A boutique law firm catering only for “sophisticated” capital funders is offering what is believed to be the first combined legal, commercial and political advisory service.
Jonathan Bloom, chairman and chief executive of Avonhurst, said that for his clients, political risks were now “as relevant” as legal and business risks.
Mr Bloom, a former partner at US firm Jones Day, said he launched the firm this summer to meet the demands of clients wanting to escape from the constraints of ‘Big Law’.
Instead of being a law firm that provided some political work, Mr Bloom said he wanted his firm to analyse legal and political risks simultaneously, to help clients “horizon scan” and understand the jurisdictions they invested in.
Last week, Avonhurst announced the recruitment of Tina Fordham, the former chief political analyst at Citigroup, to be its head of global political strategy.
The firm is structured so that Avonhurst Advisory Services, which handles the political work, is a separate LLP sitting alongside Avonhurst Legal Services, an alternative business structure.
Mr Bloom said: “We purposefully went with the ABS license so we could bring in third-party funding to support our business.” The name of the funder has not been released.
Alongside them, and beneath the holding company, is Avonhurst Capital Services, which helps introduce funders to businesses and vice versa.
Mr Bloom said the firm’s clients ranged from asset managers and private equity funds to credit funds, real estate funds and family offices.
He said that although he “grew up in Big Law”, one of the challenges he faced was that it was “beholden to the billable hour”, which made it difficult to be as “creative” on fees as clients wanted.
Instead of billable hours, Avonhurst charges fixed fees, retainers and contingency fees.
The services it provides are centred on banking and finance, restructuring, corporate real estate, regulatory and tax. Other services such as litigation, intellectual property and employment are outsourced to other law firms.
Where additional work is needed in core areas, Mr Bloom said firms outside London could be called on, such as a firm in Edinburgh which recently carried out a due diligence exercise which could then be analysed by Avonhurst’s partners.
Operational services such as billing, HR and compliance are provided by the consultancy Kindleworth, which specialises in working with new law firms.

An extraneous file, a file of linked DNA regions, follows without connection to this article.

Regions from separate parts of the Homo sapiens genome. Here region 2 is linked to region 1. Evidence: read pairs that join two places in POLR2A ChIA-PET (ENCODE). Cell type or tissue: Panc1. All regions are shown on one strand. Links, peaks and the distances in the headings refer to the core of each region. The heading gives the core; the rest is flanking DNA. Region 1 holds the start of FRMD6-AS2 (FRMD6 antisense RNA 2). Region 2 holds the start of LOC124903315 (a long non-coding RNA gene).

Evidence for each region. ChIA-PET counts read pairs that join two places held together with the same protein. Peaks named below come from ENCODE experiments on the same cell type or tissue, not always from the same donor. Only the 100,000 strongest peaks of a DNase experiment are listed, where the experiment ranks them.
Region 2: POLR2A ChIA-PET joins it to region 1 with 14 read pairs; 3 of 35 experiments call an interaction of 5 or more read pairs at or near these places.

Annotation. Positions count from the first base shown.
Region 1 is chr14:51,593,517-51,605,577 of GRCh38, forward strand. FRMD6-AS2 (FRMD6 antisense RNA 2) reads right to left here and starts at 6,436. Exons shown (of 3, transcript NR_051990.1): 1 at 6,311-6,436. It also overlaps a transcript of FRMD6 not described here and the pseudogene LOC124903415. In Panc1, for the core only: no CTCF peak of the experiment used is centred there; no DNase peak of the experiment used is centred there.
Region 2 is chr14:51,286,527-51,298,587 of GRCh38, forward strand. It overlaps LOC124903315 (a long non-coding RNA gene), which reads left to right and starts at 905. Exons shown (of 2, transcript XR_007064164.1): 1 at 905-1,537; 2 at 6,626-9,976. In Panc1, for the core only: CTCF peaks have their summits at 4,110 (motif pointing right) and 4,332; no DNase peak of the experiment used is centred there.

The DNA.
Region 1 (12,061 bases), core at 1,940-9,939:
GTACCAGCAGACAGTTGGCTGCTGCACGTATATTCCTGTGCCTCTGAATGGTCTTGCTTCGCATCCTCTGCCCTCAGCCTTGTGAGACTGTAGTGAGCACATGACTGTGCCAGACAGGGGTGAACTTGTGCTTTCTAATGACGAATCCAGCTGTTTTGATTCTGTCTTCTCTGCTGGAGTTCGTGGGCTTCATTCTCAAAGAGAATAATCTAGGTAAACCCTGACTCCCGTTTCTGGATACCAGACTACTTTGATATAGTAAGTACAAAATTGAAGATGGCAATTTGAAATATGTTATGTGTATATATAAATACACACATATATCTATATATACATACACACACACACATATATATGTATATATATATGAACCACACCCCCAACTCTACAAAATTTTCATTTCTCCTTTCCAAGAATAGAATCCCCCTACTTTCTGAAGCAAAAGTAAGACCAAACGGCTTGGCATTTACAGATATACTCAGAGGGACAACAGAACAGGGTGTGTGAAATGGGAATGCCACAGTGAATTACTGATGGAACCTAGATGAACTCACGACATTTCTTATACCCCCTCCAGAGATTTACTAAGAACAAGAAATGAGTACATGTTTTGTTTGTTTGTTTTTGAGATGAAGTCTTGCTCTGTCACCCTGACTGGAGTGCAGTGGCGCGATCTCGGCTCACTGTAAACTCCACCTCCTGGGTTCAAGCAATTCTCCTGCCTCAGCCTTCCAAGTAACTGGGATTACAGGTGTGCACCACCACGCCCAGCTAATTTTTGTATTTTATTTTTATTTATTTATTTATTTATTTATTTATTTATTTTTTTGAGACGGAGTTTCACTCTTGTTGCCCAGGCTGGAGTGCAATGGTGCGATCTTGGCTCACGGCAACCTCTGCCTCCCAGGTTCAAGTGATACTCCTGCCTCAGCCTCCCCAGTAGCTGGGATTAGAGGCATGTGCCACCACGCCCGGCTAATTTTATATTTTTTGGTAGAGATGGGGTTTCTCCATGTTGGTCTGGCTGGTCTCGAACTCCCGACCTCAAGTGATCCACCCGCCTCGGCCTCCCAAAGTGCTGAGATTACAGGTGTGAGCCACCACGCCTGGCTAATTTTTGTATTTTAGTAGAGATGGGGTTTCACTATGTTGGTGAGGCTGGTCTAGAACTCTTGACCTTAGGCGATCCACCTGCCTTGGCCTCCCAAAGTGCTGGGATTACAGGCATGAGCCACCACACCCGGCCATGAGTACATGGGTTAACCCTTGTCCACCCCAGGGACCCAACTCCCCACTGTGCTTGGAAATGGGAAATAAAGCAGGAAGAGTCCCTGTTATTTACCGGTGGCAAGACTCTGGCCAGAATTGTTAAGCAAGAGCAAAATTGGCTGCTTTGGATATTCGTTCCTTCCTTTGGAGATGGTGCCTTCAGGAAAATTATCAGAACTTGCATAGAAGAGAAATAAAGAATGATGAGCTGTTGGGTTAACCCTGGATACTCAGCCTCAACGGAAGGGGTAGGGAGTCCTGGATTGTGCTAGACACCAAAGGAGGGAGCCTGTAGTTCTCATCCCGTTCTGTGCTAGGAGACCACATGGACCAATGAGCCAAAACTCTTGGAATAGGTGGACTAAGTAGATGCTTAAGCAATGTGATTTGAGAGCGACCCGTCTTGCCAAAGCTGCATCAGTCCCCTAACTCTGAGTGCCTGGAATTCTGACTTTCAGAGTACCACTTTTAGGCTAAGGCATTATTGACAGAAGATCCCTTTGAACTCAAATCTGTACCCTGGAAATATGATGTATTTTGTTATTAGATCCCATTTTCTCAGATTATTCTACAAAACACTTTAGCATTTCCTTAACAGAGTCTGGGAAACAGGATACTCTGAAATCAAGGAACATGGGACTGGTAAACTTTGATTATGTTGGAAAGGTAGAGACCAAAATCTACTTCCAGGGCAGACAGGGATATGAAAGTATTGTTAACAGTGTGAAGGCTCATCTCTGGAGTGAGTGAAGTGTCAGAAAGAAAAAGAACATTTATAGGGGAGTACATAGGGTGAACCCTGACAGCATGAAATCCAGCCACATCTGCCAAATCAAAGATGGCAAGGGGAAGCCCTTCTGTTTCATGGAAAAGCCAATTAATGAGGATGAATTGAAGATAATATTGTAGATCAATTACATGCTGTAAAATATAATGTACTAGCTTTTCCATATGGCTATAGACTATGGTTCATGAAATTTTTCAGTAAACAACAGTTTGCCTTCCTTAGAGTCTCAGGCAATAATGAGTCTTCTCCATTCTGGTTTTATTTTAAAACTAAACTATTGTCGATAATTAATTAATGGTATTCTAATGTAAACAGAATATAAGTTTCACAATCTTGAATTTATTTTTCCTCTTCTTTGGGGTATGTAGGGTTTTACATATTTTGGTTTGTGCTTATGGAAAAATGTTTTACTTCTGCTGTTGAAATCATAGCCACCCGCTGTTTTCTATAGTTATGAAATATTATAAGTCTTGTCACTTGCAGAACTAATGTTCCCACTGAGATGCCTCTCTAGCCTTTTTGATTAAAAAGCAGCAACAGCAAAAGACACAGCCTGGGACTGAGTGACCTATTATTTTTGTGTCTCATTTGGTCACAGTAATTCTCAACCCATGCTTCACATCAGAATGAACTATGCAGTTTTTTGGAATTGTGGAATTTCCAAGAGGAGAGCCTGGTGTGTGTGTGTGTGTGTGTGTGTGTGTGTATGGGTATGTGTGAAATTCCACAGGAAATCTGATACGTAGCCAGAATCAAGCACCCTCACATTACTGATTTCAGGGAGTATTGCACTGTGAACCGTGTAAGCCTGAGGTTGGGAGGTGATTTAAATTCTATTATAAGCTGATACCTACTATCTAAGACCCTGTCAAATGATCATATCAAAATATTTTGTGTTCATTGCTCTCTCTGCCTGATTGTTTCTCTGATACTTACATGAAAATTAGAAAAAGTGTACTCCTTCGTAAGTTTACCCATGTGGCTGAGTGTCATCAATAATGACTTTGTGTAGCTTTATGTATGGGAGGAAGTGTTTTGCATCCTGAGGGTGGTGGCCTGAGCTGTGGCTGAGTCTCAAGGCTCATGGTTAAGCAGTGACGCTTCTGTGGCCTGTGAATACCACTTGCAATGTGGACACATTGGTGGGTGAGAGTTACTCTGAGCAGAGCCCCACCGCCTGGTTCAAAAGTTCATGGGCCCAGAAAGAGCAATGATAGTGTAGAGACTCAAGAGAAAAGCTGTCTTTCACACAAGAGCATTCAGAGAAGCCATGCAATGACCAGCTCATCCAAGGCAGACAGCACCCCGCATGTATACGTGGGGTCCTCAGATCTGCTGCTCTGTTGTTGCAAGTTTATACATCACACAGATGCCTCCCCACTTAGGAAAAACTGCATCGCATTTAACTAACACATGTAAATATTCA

Mr Bloom said he aimed to build up team of around 15-17 partners from the current nine by early next year.
He said his strategy was to keep the ratio of partners to associates to no more than 2:1. The aim was to incorporate “effective and thoughtful” technology, including artificial intelligence (AI), before recruiting many more associates. The firm has only three at the moment.
Mr Bloom said that “at a very junior level” AI and outsourcing could handle the workload, so the plan was to hire mid-level and senior associates.
AI would be used mainly for review of corporate documents where it would not “replace human capability” but help people become more effective.
Mr Bloom said he did not believe that Big Law was finished; it would continue to service a “particular client base”, for example those engaged in global litigation.
However, he predicted that an increasing number of boutique firms would emerge, as had already happened in litigation, arbitration, sports law and private equity.
“Law is still very relationship-driven. This firm is based on a number of long-term clients committed to the creation of the new model that we are trying to build for them. We can look after their interests in a more thoughtful way.”
The firm’s website says Avonhurst is a portmanteau name, taking inspiration from the root terms for river and sandbank.
“These subjects together create a marriage of opposing elemental forces. One dynamic, one static. A beginning and an end. The fleeting and the permanent. At the heart of this idea is flow. The concept of flow is embedded in the world of finance.”